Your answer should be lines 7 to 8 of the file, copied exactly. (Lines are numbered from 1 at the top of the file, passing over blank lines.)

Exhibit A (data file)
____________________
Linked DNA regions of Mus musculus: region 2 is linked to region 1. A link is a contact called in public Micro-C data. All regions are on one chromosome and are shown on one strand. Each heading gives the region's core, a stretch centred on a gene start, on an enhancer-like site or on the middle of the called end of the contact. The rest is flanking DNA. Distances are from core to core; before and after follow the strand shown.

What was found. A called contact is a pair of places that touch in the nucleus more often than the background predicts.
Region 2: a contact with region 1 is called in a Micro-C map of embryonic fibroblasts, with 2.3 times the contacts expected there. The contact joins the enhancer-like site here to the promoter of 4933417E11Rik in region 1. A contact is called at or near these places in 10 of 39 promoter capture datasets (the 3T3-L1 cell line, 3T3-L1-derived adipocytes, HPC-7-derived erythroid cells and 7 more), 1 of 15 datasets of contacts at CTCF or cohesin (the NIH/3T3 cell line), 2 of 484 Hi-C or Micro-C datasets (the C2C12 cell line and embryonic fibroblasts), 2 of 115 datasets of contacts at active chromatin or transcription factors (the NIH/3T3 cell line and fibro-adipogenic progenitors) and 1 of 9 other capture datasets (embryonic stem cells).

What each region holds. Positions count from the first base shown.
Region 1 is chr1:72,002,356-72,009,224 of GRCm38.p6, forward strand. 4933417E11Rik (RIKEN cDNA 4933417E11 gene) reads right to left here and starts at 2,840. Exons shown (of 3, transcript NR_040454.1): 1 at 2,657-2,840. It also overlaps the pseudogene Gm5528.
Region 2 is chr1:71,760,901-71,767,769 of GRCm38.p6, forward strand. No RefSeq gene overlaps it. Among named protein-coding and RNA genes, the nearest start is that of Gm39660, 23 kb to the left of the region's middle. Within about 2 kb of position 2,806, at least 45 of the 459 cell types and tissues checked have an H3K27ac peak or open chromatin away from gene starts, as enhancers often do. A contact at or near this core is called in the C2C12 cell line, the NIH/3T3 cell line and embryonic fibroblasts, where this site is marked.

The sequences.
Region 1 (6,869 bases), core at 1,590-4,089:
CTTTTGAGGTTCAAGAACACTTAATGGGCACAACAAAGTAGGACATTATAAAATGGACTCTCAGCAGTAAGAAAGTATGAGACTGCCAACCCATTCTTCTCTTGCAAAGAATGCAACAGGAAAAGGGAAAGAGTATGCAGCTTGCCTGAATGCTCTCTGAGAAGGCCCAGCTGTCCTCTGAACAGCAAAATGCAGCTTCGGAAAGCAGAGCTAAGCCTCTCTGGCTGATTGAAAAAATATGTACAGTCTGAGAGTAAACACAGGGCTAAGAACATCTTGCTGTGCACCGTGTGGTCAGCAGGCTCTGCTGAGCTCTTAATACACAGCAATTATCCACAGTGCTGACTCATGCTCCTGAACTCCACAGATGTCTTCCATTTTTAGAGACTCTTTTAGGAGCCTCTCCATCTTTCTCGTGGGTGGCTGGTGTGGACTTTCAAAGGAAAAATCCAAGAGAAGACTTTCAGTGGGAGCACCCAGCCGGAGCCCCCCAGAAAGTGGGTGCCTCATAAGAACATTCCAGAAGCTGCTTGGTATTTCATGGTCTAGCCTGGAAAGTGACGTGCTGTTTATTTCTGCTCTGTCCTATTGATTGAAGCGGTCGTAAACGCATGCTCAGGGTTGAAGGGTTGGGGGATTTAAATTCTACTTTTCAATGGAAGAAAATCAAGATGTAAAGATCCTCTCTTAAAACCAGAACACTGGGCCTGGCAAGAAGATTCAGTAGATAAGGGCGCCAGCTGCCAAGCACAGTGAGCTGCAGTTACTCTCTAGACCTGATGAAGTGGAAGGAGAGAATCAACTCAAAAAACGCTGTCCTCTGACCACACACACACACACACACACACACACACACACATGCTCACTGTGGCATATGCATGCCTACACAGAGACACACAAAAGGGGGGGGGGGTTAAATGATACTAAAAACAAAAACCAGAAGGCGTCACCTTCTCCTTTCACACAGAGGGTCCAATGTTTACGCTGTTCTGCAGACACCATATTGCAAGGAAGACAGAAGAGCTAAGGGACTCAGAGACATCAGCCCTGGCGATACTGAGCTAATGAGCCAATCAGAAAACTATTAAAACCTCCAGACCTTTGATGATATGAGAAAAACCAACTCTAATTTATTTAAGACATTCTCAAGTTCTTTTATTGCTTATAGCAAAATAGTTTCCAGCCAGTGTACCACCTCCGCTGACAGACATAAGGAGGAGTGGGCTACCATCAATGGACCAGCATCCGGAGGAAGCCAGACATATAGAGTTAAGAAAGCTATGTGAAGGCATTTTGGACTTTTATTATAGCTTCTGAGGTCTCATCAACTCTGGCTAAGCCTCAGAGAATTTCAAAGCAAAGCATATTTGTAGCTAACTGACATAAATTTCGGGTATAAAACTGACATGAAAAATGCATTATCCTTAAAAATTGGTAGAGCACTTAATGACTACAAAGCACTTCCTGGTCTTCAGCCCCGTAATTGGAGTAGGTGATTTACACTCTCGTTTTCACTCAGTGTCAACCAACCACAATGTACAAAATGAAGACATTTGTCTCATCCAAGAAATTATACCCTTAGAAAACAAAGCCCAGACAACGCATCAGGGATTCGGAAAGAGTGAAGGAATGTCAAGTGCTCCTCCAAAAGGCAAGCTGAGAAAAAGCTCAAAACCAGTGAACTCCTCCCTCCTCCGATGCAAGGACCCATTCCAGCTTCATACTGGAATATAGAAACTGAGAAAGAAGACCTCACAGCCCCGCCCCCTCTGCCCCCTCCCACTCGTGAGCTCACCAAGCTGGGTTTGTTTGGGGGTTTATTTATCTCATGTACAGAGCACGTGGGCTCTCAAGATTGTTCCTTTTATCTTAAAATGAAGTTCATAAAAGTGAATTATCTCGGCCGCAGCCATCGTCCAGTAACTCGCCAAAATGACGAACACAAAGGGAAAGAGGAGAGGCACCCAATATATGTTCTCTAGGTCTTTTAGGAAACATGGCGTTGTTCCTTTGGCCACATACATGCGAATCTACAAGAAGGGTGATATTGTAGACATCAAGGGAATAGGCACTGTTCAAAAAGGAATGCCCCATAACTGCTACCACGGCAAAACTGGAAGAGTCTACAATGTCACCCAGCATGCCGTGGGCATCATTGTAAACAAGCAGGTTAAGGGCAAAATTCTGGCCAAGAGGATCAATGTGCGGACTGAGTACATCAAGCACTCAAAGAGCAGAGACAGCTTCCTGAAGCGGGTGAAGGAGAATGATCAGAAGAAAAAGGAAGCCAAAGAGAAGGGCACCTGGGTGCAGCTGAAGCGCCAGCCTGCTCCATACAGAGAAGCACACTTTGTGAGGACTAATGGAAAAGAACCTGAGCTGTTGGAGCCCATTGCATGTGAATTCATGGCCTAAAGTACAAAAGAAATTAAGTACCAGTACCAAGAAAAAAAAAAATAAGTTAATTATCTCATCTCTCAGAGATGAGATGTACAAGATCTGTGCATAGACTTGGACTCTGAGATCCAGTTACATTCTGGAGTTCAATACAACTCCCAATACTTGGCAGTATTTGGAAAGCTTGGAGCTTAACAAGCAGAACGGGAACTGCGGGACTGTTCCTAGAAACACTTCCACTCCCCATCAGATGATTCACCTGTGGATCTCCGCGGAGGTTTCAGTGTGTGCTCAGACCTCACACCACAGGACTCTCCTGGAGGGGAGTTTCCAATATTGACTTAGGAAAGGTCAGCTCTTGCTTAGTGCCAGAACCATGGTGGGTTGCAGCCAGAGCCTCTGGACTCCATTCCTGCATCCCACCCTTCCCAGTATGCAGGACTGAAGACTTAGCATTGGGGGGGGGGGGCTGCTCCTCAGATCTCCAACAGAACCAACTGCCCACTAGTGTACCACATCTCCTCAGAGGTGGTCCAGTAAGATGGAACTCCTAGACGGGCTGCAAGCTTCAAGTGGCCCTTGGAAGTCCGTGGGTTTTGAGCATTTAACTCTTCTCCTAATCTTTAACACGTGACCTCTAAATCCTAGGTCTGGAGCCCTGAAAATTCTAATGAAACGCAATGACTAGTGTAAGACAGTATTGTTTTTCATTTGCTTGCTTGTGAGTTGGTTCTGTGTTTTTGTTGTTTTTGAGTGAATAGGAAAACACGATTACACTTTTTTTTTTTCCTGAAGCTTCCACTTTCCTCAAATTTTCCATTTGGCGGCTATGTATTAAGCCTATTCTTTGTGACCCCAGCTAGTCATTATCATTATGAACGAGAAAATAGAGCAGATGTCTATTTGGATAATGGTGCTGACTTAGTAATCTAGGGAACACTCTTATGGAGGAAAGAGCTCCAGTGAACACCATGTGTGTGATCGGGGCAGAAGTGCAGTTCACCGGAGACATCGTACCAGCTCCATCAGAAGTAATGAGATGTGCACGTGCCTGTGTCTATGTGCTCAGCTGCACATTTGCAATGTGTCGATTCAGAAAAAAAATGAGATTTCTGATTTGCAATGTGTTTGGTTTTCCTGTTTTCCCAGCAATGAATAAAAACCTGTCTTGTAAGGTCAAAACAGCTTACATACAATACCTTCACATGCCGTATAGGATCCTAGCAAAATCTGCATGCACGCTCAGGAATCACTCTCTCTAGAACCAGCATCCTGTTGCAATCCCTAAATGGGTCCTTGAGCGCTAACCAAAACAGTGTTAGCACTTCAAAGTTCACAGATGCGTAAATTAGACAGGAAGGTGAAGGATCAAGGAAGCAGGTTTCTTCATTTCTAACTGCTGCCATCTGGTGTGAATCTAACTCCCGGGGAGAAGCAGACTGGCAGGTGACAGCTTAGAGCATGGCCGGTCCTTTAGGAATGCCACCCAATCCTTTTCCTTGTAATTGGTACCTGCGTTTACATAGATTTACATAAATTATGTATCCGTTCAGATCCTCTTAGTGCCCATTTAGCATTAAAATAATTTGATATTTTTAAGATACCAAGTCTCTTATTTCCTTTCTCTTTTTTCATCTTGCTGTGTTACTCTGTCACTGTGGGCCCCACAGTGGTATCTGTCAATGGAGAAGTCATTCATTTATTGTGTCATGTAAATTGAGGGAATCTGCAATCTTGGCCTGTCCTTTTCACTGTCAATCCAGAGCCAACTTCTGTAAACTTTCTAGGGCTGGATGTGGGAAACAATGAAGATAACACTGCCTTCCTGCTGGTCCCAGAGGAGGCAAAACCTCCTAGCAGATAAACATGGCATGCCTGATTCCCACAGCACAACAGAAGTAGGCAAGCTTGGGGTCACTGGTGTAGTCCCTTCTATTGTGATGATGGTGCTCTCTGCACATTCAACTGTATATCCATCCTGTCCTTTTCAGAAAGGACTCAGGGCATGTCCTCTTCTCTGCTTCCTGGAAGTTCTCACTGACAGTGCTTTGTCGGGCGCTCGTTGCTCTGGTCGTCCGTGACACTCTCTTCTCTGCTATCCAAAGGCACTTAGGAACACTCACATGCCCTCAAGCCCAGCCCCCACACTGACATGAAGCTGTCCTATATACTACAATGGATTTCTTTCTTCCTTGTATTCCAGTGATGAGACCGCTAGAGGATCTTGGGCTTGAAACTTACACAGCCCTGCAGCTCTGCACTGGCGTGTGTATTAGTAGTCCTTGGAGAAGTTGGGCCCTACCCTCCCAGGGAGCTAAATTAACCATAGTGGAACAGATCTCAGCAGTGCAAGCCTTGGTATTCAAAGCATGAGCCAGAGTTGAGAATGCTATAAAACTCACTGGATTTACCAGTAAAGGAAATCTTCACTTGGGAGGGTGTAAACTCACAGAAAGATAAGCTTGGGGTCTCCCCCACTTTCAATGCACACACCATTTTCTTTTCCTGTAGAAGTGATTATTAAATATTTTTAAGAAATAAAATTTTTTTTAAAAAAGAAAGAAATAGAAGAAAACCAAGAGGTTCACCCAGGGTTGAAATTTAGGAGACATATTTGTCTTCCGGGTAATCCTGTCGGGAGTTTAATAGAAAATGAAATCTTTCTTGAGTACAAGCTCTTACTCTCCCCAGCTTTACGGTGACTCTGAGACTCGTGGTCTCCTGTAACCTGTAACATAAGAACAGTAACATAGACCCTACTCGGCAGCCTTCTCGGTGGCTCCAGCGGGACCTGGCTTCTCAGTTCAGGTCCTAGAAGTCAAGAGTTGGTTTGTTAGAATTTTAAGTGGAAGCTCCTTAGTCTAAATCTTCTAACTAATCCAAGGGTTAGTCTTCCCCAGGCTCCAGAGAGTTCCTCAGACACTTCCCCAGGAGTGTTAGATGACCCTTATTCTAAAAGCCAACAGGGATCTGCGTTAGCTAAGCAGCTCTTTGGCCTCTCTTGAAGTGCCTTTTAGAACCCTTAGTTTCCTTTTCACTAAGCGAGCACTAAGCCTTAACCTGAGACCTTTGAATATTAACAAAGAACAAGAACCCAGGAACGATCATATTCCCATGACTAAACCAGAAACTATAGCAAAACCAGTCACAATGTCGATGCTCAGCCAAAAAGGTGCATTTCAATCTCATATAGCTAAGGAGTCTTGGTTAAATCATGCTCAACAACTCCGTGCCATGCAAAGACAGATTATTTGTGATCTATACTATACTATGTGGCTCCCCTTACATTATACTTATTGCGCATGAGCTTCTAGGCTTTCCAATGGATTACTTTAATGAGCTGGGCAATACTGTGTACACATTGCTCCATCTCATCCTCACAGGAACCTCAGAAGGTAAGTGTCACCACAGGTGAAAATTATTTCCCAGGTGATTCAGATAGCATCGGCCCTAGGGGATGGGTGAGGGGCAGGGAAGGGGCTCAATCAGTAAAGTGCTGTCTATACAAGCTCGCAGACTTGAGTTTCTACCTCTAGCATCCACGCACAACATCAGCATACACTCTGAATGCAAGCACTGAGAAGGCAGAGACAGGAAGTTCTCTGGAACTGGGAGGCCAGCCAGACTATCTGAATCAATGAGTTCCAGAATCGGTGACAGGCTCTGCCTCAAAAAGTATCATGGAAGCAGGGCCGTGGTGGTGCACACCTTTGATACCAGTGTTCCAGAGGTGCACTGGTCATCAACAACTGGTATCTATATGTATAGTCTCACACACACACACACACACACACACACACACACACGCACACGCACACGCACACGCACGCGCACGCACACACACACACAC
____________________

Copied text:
The sequences.
Region 1 (6,869 bases), core at 1,590-4,089: